Speeches (Lines) for Constable of France in "History of Henry V"

Total: 40
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# Act / Scene Speech text
1 II / 4
  • O peace, Prince Dauphin!
    You are too much mistaken in this king:
    Questio...
  • O peace, Prince Dauphin!
    You are too much mistaken in this king:
    Question your grace the late ambassadors,
    With what great state he heard their embassy,
    How well supplied with noble counsellors,
    How modest in exception, and withal
    How terrible in constant resolution,
    And you shall find his vanities forespent
    Were but the outside of the Roman Brutus,
    Covering discretion with a coat of folly;
    As gardeners do with ordure hide those roots
    That shall first spring and be most delicate.
  • Lewis the Dauphin. My most redoubted father,
    It is most meet we arm us 'gainst the foe;
    For peace itself should not so dull a kingdom,
    Though war nor no known quarrel were in question,
    But that defences, musters, preparations,
    Should be maintain'd, assembled and collected,
    As were a war in expectation.
    Therefore, I say 'tis meet we all go forth
    To view the sick and feeble parts of France:
    And let us do it with no show of fear;
    No, with no more than if we heard that England
    Were busied with a Whitsun morris-dance:
    For, my good liege, she is so idly king'd,
    Her sceptre so fantastically borne
    By a vain, giddy, shallow, humorous youth,
    That fear attends her not.

    Constable of France. O peace, Prince Dauphin!
    You are too much mistaken in this king:
    Question your grace the late ambassadors,
    With what great state he heard their embassy,
    How well supplied with noble counsellors,
    How modest in exception, and withal
    How terrible in constant resolution,
    And you shall find his vanities forespent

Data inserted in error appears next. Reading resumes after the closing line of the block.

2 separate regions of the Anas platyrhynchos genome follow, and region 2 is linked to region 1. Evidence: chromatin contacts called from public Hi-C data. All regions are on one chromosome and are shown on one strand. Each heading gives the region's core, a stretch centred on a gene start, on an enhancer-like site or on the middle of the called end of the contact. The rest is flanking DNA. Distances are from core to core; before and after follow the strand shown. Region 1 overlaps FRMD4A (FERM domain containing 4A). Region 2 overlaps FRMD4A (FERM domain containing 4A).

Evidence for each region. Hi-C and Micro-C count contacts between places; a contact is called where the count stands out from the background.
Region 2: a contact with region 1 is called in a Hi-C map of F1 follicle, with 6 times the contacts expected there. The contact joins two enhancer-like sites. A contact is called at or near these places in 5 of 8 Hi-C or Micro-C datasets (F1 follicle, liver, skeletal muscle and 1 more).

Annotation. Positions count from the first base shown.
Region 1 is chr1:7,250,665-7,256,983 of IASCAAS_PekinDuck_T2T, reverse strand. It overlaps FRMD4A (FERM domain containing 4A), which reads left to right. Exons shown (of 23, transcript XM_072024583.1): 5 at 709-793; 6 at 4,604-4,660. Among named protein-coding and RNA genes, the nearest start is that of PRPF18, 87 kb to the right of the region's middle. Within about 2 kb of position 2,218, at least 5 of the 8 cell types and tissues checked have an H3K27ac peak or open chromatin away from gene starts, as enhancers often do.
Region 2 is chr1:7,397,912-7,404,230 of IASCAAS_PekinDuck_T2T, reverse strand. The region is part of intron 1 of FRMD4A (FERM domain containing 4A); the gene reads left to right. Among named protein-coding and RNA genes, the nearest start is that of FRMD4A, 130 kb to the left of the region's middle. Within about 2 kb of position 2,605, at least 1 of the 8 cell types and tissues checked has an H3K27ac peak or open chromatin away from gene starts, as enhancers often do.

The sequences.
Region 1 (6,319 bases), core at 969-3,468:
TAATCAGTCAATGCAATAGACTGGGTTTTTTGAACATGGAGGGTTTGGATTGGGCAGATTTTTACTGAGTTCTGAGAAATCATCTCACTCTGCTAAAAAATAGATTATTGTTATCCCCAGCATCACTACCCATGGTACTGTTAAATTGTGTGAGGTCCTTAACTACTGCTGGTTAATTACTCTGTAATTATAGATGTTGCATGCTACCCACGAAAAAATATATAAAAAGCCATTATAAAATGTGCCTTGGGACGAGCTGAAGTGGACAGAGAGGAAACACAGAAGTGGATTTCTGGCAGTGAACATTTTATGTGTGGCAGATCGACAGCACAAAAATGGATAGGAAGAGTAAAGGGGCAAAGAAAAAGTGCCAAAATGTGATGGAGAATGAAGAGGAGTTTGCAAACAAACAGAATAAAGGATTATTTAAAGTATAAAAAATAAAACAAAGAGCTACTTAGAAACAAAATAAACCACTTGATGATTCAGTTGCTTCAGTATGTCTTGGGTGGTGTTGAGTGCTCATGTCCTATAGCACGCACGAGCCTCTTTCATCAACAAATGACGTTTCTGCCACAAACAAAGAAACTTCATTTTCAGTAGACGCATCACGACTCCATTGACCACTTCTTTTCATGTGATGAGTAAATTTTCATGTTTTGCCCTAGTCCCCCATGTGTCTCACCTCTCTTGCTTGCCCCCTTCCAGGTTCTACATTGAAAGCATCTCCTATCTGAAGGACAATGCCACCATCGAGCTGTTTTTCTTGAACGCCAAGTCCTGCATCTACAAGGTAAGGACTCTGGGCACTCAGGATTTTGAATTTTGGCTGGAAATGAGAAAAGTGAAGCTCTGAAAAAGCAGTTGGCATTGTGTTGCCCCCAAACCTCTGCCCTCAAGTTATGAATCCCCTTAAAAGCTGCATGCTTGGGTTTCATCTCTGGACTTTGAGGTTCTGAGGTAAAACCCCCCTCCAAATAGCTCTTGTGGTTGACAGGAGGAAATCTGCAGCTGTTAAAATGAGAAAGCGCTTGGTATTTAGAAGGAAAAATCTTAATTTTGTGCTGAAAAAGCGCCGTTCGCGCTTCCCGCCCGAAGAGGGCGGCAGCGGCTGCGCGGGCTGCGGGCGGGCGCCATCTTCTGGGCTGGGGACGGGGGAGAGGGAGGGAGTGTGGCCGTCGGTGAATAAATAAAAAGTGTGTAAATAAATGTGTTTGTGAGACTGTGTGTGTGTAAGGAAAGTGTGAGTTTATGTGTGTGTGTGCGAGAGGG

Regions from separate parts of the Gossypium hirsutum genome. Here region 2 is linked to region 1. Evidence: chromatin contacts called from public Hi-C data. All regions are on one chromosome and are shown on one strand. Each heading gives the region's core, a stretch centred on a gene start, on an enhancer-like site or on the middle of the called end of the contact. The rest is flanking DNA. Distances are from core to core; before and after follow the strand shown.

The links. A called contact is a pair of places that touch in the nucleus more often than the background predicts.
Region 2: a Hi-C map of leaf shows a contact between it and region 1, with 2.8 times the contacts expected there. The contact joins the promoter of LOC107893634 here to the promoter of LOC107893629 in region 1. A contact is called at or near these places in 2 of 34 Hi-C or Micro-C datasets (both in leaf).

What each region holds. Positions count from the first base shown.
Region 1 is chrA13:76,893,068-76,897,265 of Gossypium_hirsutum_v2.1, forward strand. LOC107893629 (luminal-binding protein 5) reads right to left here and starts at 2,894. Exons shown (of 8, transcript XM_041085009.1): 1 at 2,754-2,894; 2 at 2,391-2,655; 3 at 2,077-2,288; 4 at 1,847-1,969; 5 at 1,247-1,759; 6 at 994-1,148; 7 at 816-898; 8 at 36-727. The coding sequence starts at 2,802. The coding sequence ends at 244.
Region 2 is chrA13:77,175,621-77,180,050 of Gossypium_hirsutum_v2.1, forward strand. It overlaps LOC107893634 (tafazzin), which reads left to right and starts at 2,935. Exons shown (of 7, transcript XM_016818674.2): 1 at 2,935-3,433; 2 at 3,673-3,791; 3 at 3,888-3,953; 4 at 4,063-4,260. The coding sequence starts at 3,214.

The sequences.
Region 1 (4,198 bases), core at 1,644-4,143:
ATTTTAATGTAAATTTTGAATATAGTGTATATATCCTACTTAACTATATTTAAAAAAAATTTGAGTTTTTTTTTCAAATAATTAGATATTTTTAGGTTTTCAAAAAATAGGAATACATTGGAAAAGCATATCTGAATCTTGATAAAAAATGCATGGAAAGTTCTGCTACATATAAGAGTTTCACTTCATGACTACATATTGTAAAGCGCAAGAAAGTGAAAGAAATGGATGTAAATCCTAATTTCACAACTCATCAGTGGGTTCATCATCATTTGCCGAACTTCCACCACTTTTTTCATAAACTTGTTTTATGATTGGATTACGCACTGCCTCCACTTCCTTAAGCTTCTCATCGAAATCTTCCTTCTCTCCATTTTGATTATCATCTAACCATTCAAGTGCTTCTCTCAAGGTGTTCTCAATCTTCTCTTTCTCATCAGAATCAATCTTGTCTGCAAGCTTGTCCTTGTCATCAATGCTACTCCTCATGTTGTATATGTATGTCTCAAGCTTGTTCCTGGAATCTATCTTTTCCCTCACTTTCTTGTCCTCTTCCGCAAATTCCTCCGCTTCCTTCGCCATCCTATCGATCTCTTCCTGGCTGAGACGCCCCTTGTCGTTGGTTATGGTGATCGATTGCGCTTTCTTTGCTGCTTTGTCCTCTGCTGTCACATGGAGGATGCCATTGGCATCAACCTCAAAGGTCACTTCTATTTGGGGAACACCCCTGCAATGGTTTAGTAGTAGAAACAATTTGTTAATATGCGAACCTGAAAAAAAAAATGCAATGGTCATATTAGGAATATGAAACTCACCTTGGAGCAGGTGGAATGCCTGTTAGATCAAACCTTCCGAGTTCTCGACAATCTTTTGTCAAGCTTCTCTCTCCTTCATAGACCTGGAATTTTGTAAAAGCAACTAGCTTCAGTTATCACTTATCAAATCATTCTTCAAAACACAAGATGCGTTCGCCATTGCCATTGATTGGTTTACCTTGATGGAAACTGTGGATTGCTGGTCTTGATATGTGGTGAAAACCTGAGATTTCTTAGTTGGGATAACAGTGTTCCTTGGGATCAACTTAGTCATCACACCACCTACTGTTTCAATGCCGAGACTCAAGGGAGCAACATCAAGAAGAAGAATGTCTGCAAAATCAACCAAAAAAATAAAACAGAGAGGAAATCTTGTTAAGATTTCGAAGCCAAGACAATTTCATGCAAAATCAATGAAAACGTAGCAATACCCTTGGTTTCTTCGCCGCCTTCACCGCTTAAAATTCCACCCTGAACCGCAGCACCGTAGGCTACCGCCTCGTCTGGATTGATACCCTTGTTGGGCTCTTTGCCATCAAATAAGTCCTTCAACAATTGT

Were but the outside of the Roman Brutus,
    Covering discretion with a coat of folly;
    As gardeners do with ordure hide those roots
    That shall first spring and be most delicate.

2 III / 5
  • And if he be not fought withal, my lord,
    Let us not live in France; let us q...
  • And if he be not fought withal, my lord,
    Let us not live in France; let us quit all
    And give our vineyards to a barbarous people.
  • King of France. 'Tis certain he hath pass'd the river Somme.

    Constable of France. And if he be not fought withal, my lord,
    Let us not live in France; let us quit all
    And give our vineyards to a barbarous people.

3 III / 5
  • Dieu de batailles! where have they this mettle?
    Is not their climate foggy,...
  • Dieu de batailles! where have they this mettle?
    Is not their climate foggy, raw and dull,
    On whom, as in despite, the sun looks pale,
    Killing their fruit with frowns? Can sodden water,
    A drench for sur-rein'd jades, their barley-broth,
    Decoct their cold blood to such valiant heat?
    And shall our quick blood, spirited with wine,
    Seem frosty? O, for honour of our land,
    Let us not hang like roping icicles
    Upon our houses' thatch, whiles a more frosty people
    Sweat drops of gallant youth in our rich fields!